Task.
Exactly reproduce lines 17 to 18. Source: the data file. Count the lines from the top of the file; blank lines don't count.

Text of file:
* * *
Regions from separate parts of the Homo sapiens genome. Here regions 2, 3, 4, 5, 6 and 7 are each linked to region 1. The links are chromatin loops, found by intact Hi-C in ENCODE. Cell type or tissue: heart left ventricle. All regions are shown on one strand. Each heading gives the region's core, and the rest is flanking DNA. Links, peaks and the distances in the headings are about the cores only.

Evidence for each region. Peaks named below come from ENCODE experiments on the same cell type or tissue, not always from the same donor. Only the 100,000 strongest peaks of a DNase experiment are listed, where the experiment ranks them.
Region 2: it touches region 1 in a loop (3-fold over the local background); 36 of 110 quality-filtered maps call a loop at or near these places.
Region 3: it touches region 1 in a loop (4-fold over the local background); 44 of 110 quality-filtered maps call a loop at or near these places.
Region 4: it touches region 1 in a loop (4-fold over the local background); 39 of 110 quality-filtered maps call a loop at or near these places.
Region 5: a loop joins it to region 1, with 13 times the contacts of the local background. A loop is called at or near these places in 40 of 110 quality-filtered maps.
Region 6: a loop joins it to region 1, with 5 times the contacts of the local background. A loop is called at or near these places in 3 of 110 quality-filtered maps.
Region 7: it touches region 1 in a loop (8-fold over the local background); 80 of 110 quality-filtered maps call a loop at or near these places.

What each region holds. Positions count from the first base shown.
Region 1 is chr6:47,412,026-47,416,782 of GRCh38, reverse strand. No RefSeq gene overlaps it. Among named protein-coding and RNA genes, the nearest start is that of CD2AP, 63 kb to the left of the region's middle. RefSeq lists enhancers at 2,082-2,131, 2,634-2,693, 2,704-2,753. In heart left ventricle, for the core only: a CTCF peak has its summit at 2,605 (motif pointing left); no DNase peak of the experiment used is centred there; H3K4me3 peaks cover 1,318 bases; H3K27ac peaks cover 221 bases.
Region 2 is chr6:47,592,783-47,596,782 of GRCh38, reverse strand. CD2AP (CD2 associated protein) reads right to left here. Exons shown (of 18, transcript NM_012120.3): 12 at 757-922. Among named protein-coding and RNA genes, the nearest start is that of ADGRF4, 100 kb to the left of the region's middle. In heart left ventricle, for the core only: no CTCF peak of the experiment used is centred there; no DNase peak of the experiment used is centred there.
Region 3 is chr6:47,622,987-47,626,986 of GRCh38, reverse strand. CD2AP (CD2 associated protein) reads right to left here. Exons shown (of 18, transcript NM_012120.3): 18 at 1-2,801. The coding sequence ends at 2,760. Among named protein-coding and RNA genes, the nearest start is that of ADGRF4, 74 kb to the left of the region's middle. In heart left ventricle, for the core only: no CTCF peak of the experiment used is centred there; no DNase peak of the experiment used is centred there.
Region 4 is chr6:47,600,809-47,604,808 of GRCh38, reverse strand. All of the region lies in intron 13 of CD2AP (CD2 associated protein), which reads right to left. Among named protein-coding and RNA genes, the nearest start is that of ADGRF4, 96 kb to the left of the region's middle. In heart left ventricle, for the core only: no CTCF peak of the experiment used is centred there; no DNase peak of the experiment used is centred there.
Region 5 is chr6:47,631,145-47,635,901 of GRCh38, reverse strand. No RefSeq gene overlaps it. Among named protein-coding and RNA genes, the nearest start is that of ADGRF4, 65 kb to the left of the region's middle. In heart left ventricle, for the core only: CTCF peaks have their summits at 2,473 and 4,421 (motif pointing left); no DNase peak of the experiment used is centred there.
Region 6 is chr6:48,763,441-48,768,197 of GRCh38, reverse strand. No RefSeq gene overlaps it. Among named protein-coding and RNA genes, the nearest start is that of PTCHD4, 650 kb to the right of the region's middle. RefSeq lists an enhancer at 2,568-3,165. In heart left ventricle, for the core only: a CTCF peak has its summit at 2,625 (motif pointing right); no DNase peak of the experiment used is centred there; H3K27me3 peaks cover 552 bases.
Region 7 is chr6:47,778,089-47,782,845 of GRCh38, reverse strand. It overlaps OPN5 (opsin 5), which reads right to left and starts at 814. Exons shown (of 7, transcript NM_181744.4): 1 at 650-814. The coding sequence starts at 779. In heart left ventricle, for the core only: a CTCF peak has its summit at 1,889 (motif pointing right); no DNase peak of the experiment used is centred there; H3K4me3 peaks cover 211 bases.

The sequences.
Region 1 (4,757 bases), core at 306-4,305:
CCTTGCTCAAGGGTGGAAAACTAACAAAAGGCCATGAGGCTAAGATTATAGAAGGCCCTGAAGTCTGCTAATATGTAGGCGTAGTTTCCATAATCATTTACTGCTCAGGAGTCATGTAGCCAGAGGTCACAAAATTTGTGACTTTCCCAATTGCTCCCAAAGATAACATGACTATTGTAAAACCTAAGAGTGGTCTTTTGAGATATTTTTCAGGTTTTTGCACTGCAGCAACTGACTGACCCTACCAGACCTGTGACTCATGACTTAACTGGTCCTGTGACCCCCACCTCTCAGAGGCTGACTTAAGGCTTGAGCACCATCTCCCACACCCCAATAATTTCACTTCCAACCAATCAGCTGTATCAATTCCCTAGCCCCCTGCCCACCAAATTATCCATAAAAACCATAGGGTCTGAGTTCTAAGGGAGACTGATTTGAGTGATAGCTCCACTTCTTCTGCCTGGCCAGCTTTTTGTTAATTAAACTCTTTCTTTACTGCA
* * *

The sequences.
Region 1 (4,757 bases), core at 306-4,305: